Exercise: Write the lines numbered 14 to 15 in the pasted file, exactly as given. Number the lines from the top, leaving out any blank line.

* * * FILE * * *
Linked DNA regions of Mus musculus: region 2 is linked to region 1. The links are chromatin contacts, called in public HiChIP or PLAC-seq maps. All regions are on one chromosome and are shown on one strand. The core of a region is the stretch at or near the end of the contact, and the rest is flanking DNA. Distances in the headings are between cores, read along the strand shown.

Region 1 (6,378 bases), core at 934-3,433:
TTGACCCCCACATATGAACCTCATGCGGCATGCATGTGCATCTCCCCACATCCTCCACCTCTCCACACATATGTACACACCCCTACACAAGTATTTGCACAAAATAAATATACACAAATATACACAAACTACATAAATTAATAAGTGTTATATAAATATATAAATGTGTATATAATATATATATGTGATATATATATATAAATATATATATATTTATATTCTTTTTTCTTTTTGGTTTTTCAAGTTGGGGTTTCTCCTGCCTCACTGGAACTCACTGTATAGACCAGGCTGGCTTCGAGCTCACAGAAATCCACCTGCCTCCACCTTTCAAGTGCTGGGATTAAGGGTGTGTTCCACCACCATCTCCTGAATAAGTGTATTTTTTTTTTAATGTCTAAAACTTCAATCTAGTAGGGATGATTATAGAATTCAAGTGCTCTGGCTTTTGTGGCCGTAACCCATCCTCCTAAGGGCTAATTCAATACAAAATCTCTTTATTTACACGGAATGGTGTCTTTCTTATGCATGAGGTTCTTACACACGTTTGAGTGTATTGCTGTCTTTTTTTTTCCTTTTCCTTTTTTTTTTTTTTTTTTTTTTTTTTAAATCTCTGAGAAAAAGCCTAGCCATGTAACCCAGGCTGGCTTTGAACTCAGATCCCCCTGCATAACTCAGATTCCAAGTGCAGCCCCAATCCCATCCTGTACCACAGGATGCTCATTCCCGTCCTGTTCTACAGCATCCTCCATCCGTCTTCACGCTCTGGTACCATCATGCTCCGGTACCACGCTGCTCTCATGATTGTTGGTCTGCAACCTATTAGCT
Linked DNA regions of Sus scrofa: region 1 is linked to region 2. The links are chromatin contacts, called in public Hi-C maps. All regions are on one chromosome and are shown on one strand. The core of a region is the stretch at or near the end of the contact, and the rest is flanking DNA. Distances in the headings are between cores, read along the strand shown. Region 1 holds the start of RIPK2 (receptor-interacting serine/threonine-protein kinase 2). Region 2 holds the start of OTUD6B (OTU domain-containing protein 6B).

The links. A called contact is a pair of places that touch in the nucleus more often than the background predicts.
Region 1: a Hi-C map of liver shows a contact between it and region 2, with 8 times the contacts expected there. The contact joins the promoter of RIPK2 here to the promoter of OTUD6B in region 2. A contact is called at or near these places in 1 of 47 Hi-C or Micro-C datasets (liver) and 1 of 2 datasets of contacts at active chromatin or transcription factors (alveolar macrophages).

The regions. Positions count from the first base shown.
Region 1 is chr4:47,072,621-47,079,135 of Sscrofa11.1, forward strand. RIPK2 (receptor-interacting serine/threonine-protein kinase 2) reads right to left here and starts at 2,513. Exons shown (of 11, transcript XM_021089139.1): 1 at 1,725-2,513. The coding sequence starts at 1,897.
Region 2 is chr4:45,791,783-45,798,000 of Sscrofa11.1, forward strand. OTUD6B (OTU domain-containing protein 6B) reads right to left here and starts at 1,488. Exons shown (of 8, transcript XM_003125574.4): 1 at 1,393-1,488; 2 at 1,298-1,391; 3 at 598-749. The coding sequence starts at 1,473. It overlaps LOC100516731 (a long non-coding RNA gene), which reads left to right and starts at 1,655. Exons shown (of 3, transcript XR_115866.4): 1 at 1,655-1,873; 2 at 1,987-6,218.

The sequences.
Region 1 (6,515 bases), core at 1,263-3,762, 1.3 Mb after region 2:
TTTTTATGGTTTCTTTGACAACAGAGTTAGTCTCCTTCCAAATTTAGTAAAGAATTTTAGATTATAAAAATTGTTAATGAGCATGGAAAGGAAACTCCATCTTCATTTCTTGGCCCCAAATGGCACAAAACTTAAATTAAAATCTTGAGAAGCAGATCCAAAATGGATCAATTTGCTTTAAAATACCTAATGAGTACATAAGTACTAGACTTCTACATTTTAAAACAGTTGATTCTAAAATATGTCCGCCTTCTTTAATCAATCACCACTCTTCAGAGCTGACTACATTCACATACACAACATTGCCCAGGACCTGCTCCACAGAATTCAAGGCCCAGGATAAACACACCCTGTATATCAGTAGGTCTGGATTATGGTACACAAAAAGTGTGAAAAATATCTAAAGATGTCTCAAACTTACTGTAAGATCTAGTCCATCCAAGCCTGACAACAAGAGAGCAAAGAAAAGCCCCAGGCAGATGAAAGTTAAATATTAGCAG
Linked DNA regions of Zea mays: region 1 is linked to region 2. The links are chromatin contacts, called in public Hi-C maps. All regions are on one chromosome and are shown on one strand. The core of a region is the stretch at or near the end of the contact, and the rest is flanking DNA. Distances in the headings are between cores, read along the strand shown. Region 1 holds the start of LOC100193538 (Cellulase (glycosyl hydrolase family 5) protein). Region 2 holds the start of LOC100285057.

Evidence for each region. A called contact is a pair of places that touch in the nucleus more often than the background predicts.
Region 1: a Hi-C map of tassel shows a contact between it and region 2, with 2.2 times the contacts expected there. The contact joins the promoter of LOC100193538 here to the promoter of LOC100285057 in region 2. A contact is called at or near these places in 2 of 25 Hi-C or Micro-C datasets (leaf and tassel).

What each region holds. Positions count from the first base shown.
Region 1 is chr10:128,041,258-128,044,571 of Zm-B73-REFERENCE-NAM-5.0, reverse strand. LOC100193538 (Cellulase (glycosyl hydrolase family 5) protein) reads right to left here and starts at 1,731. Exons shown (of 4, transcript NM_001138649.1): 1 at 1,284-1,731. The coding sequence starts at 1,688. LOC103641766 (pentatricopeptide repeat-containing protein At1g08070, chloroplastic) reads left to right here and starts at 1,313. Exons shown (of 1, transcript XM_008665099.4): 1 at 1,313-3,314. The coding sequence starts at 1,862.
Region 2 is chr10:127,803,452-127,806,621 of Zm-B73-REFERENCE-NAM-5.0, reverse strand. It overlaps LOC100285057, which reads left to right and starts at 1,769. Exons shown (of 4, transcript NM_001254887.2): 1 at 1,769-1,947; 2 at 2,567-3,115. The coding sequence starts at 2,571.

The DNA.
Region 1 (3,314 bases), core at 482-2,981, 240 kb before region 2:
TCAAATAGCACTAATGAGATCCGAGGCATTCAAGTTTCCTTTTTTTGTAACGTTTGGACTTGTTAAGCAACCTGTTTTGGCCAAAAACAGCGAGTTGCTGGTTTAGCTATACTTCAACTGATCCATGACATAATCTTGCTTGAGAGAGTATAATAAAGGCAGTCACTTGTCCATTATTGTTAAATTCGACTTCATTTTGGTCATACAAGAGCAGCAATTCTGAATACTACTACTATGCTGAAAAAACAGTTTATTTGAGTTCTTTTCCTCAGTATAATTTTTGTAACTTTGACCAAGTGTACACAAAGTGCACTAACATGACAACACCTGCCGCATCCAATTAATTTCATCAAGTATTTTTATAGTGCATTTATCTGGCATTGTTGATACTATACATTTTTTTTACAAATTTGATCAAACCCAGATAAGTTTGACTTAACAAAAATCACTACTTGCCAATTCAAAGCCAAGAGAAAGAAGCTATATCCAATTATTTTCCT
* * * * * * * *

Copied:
Evidence for each region. A called contact is a pair of places that touch in the nucleus more often than the background predicts.
Region 1: a Hi-C map of tassel shows a contact between it and region 2, with 2.2 times the contacts expected there. The contact joins the promoter of LOC100193538 here to the promoter of LOC100285057 in region 2. A contact is called at or near these places in 2 of 25 Hi-C or Micro-C datasets (leaf and tassel).